Otto Rosenberg is 9 and living in Berlin, poor but happy, when his family are first detained. All around them, Sinti and Roma families are being torn from their homes by Nazis , leaving behind schools, jobs, friends, and businesses to live in forced encampments outside the city. One by one, families are broken up, adults and children disappear or are ‘sent East’.
Otto arrives in Auschwitz aged 15 and is later transferred to Buechenwald and Bergen- Belsen. He works, scrounges food whenever he can, witnesses and suffers horrific violence and is driven close to death by illness more than once. Unbelievably, he also joins an armed revolt of prisoners who, facing the SS and certain death, refuse to back down. Somehow, through luck, sheer human will to live, or both, he survives.
The stories of Sinti and Roma suffering in Nazi Germany are all too often lost or untold. In this haunting account, Otto shares his story with a remarkable simplicity. Deeply moving,
A Gypsy in Auschwitz is the incredible story of how a young Sinti boy miraculously survived the unimaginable darkness of the Holocaust.
I find is always hard to review a book about survivors of the holocaust or any genocide , I can’t exactly say I enjoyed reading or it was a delight, but rather I believe it’s my duty to educate myself, I am a believer of ‘those who don’t know their history’ (although scarily enough as humans despite knowing our past we seem to be determined to keep causing the same awful atrocities on one another, for the sake of what -money, power, status!)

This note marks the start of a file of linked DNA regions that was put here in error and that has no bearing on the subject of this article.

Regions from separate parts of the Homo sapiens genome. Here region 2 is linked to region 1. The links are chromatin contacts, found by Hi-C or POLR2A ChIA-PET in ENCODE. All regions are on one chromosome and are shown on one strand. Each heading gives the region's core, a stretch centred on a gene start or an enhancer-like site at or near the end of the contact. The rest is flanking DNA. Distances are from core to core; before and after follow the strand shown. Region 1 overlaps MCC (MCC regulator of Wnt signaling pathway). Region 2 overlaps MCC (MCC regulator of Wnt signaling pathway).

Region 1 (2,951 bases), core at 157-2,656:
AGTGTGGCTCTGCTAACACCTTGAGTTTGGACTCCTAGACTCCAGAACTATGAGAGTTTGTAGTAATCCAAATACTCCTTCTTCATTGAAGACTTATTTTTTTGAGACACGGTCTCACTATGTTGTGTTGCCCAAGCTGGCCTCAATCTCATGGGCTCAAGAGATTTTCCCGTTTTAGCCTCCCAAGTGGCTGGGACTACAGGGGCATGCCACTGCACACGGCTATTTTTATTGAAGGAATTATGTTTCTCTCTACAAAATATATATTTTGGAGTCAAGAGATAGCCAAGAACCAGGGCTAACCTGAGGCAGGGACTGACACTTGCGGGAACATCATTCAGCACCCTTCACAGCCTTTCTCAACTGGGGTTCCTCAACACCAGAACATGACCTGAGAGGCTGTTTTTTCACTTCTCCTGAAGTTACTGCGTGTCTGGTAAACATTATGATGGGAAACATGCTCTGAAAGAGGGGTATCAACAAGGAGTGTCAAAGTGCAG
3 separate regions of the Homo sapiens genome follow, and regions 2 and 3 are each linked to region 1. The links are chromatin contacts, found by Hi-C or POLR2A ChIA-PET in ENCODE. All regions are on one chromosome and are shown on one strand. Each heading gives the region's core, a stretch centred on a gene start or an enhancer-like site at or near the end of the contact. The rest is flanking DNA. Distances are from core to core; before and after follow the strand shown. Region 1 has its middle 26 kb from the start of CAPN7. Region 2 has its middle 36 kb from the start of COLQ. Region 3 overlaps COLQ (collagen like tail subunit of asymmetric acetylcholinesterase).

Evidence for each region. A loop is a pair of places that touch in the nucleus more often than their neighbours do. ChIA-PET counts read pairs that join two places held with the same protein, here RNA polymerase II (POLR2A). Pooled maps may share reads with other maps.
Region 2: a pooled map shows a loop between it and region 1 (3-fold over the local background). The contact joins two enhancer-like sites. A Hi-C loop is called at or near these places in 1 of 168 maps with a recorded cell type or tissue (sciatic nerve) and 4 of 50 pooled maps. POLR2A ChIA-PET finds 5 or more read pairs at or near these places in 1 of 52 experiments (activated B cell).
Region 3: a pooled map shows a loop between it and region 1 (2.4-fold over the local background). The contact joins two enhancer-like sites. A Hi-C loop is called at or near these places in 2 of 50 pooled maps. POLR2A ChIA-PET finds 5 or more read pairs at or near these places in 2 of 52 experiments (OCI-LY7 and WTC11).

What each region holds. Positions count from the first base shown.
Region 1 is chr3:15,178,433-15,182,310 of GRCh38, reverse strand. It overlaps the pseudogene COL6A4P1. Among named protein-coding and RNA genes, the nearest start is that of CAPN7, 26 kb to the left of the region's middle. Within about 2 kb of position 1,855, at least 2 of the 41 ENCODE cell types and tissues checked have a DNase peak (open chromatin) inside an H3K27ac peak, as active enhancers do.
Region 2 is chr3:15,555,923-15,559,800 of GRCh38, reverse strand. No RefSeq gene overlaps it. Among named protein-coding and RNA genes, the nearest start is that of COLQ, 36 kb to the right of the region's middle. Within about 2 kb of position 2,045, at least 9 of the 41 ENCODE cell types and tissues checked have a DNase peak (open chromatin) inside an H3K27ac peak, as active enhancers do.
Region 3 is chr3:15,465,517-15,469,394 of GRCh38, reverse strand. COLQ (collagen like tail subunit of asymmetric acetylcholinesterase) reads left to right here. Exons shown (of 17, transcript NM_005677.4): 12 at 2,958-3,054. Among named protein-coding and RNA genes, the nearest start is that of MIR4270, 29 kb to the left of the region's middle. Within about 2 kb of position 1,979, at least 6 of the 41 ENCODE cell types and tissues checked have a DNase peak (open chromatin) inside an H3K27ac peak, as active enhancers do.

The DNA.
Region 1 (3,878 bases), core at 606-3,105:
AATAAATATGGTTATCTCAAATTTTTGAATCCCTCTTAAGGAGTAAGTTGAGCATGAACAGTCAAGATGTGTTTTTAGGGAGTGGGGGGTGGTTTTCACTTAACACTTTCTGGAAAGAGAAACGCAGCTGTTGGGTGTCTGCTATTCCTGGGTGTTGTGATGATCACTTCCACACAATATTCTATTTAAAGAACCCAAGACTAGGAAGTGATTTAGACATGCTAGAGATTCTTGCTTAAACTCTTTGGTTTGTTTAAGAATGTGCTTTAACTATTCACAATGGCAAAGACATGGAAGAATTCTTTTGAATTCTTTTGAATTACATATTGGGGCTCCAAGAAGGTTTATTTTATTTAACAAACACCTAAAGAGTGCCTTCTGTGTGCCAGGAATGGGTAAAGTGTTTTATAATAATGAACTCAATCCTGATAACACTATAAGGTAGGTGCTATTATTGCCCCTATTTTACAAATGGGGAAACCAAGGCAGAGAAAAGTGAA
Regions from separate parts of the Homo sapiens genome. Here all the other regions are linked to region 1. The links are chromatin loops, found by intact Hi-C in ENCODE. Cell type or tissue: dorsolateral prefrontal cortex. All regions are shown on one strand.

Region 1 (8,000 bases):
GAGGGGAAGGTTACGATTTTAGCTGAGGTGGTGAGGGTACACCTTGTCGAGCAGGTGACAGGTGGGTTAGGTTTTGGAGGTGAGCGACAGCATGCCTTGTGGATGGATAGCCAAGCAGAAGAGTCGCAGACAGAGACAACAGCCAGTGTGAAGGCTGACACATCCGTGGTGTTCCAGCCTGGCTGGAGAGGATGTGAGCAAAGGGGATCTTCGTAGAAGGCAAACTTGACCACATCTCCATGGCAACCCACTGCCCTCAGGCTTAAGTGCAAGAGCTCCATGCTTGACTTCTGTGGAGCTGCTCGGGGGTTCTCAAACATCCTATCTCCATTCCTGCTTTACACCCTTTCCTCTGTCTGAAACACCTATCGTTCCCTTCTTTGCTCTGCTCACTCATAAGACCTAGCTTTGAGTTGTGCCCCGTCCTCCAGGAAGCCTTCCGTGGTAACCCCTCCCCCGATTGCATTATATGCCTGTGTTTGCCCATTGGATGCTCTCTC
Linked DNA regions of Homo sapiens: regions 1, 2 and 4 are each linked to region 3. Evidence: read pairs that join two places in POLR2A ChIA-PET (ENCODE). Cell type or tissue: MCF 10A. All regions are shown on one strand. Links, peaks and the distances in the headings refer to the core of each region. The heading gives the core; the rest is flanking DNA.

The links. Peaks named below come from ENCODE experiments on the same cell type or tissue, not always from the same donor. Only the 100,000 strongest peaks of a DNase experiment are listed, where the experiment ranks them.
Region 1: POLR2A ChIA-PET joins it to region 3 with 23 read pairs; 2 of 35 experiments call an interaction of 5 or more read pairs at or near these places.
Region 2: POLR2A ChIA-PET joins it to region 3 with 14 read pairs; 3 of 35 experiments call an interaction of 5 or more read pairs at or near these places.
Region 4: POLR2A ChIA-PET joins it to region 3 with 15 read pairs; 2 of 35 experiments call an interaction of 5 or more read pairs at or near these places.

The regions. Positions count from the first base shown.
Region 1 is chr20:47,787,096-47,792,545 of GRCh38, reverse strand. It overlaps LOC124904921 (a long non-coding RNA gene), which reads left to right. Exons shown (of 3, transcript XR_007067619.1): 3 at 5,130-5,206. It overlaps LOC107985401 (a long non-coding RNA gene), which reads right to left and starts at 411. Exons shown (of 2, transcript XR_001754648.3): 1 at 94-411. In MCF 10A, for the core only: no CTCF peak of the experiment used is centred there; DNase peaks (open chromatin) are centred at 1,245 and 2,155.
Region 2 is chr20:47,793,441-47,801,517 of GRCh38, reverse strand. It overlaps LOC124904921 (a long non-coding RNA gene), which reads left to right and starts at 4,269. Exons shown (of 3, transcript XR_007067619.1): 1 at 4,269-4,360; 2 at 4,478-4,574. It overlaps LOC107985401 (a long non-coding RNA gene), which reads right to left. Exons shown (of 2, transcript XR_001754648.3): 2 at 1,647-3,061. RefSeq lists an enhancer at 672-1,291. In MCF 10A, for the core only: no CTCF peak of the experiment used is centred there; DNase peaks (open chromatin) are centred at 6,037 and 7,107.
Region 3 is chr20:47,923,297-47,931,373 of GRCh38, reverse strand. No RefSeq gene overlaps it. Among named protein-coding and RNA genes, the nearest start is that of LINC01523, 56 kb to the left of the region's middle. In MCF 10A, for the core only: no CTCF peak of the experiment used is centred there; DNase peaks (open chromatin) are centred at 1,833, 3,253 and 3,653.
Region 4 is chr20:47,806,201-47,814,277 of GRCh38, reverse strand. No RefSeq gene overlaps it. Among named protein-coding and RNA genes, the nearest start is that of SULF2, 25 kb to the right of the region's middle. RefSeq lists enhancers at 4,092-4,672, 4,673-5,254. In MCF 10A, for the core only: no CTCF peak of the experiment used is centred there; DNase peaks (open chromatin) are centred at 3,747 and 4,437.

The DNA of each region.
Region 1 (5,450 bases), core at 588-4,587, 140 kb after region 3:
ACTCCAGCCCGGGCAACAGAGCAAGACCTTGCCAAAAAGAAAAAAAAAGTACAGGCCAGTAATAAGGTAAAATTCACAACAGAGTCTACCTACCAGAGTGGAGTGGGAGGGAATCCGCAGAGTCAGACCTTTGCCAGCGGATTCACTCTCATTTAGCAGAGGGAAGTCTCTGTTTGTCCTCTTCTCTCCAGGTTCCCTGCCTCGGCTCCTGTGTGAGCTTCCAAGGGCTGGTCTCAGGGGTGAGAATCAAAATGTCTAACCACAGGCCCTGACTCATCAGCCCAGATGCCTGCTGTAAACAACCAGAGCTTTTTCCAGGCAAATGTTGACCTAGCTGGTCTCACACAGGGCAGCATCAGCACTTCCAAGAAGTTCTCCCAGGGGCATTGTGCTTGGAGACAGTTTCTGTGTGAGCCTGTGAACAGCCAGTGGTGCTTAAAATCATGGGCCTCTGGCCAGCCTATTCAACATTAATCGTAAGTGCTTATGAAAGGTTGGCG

This autobiography I found beautiful to read, beautiful because their is beauty in strength, to go through what Otto did, to lose everyone he lost and still fight for a better world, I don’t think anything in humanity can be more beautiful than to go through such pain and still want to fight for a better world.
I liked the fact we learnt all about Ottos family (including extended) his childhood and early memories, it’s one of the few times I smiled and wasn’t crying. This isn’t an easy read, I wasn’t expecting it to be, but it also wasn’t as harrowing as some I have read, not that Otto or his family didn’t go through the worst atrocities, but more that Otto does not go into great depth, figures or painful detail. It’s like Otto is talking to you, wants you to understand what he went through and others like him. I liked the fact it felt like a friend teaching you. I’m so glad Ottos daughter has ensured his life and experiences have been shared with the world.
Thanks to Random Things Tours , Octopus books, for an ARC in exchange for an honest review.
About the author
Otto Rosenberg was born in East Prussia in 1927 and grew up in Berlin. He was 9 when he was sent to the Roma and Sinti camp in Marzahn, ahead of the 1936 Olympic Games, and 15 when he was sent to Auschwitz.
He was then detained in Buchenwald and Bergen-Belsen concentration camps before being freed in 1945. In later years, Rosenberg was the chairman of the Regional Association of German Sinti and Romanies Berlin-Brandenburg and fathered seven children. He passed away in 2001.
Otto’s daughter, Petra Rosenberg, is the current Director of the Central Council of German Sinti and Roma Berlin-Brandenburg.